On August 15, 2010, Governor Paterson signed legislation that stands to revolutionize divorce proceedings in New York State. The new legislation implements no-fault divorce in New York. It also reforms the law governing awards of temporary maintenance, counsel fees and expert fees. The divorce reform package is aimed at decreasing the time, expense and contentiousness of matrimonial cases, while balancing the scales of justice so that the outcome of the litigation is not determined by the weight of the monied spouse’s wallet.

No-Fault Divorce

No-fault divorce will allow New Yorkers to dissolve their marriages by one party claiming under oath that the marriage has irretrievably broken down for at least six months. The issues ancillary to the divorce, such as equitable distribution, support, custody and parenting time, must be resolved before the marriage can be dissolved.

New York was the last state in the nation to adopt no-fault divorce. Prior to the new legislation, to get a divorce, a party was required to show fault, such as adultery, cruelty, imprisonment, or abandonment. In the absence of grounds, the divorce would be denied. Since the fault requirement forced one spouse to take the blame for the demise of the marriage, it became commonplace for spouses to commit perjury in order to obtain a divorce. Divorce grounds (or the lack thereof) often gave one side a tactical advantage and were used as a bargaining chip.

Fault allegations and grounds trials heightened the conflict, increased the cost, and prolonged the duration of matrimonial cases. As a result of the no-fault divorce legislation, valuable judicial resources will no longer have to be wasted on litigating whether or not a marriage should be dissolved. No-fault divorce will come into effect on October 14, 2010 and applies to divorce cases commenced on or after the effective date. The legislation will not be retroactive.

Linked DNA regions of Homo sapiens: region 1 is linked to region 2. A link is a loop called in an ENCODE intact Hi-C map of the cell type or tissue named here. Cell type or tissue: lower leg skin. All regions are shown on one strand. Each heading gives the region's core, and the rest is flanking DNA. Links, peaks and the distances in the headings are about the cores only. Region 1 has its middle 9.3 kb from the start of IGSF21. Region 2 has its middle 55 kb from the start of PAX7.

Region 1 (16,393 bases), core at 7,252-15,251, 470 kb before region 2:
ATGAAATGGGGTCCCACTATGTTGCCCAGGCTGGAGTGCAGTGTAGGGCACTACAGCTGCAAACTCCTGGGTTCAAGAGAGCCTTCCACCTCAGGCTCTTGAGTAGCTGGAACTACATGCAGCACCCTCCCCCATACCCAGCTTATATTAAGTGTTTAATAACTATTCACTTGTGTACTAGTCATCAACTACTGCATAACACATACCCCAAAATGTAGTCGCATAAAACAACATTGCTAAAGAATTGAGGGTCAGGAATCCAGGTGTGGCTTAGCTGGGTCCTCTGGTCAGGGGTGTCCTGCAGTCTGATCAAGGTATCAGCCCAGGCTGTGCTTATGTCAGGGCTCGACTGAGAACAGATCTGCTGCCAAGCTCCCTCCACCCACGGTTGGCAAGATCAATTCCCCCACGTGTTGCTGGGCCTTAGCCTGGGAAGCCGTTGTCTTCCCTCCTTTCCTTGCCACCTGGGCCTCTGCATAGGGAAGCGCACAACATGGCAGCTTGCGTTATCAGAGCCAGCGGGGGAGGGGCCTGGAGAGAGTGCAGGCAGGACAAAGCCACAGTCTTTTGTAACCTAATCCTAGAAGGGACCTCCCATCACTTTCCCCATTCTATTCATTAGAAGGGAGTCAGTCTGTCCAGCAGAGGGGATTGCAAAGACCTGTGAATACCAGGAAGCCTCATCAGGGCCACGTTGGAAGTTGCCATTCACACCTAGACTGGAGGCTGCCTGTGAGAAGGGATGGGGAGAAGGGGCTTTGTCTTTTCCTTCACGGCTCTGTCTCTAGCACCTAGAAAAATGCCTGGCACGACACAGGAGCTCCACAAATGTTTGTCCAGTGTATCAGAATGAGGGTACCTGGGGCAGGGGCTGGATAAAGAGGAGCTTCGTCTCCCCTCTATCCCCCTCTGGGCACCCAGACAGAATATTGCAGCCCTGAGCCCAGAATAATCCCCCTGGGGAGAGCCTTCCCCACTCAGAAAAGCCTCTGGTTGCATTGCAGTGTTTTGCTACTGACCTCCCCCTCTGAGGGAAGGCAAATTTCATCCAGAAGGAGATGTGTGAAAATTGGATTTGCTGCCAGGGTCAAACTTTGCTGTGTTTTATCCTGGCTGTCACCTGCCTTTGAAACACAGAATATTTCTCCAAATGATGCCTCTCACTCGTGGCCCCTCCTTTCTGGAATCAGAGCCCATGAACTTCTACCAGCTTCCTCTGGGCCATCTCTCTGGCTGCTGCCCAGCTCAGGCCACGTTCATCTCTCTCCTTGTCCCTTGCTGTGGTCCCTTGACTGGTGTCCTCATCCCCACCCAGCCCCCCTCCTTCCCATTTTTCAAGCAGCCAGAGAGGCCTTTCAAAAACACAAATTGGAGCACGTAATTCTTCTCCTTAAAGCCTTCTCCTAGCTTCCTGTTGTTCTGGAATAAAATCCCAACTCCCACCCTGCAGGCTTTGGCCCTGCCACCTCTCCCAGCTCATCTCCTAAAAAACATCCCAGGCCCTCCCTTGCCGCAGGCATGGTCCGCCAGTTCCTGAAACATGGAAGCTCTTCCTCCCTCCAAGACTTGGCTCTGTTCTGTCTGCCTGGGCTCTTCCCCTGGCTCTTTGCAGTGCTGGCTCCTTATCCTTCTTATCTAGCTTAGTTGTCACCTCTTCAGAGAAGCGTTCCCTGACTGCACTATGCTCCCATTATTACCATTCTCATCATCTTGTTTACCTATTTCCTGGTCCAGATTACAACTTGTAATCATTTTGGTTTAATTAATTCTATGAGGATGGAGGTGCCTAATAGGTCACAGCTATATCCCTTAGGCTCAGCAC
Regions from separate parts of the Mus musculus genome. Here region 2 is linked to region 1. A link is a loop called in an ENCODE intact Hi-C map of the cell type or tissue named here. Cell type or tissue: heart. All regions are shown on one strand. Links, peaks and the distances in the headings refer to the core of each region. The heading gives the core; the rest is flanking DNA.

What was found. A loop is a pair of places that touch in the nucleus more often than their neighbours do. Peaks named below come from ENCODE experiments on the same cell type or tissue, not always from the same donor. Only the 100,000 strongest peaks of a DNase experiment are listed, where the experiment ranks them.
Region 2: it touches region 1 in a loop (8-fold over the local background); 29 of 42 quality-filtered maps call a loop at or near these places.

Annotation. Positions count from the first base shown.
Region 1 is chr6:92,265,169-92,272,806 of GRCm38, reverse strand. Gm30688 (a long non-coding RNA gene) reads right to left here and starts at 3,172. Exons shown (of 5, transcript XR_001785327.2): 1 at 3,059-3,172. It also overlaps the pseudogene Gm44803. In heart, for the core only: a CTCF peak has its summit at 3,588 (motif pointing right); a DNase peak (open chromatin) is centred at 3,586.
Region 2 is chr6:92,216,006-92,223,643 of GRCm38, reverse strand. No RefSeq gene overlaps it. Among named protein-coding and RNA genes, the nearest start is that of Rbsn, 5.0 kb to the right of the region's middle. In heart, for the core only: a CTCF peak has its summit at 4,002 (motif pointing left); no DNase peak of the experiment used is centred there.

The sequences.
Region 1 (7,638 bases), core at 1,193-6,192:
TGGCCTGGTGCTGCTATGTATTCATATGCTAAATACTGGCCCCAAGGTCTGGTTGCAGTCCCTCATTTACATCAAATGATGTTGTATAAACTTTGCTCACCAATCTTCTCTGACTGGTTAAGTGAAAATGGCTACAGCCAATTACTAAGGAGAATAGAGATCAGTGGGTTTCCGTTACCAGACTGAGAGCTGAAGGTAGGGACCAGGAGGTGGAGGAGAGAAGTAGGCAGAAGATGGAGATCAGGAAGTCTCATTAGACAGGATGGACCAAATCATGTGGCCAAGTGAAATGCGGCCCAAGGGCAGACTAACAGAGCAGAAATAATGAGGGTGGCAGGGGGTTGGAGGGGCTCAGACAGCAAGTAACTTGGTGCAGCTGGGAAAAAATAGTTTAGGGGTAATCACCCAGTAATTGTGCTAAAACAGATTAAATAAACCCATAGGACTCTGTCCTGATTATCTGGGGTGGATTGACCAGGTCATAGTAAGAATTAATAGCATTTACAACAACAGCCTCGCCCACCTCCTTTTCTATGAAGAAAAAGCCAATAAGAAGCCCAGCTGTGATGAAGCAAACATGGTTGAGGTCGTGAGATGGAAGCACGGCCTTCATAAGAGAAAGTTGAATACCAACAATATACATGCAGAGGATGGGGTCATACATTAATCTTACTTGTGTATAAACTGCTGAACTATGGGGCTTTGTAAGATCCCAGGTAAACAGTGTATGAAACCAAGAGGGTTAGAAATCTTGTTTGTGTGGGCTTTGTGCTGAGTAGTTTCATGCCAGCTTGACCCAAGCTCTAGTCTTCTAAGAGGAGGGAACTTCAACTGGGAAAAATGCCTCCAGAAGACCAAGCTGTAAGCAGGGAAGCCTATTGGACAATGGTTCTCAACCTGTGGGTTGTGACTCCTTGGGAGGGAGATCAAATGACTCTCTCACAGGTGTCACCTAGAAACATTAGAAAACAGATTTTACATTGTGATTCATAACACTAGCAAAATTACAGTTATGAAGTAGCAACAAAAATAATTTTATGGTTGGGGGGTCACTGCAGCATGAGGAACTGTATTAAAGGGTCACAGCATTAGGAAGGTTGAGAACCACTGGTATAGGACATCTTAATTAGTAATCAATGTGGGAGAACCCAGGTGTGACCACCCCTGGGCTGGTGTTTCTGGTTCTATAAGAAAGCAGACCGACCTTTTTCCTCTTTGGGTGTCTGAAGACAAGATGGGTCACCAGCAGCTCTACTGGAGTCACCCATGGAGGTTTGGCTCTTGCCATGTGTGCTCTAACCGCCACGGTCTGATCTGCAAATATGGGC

Maintenance

Temporary maintenance awards have been unpredictable and inconsistent. The law has been amended in an attempt to alleviate these problems and help the non-monied spouse sustain himself/herself during the pendency of the matrimonial litigation.

The new law sets forth a formula to calculate awards of temporary maintenance. However, upon a finding that the presumptive amount of temporary maintenance would be unjust or inappropriate, the court may deviate from the guidelines and adjust the amount of the temporary maintenance. In addition, the parties can also agree to deviate from the temporary maintenance guidelines in a validly executed agreement or stipulation.

The new legislation also amends the factors that are to be taken into account in determining postdivorce maintenance awards.

Counsel Fees and Expert Fees

Presently, the burden of proof in a counsel fees application is on the moving party. Under the new legislation, the burden of proof shifts to the monied spouse. There will be a rebuttable presumption that counsel fees shall be awarded to the non-monied spouse.

The court may also direct the monied spouse to pay the expert fees of the non-monied spouse. The reforms attempt to level the playing field and place spouses on a more equal footing throughout the divorce proceeding. Significantly, it will now be easier for the nonmonied spouse to obtain counsel fees at the onset and during the matrimonial litigation, rather than being forced to wait until the conclusion of the case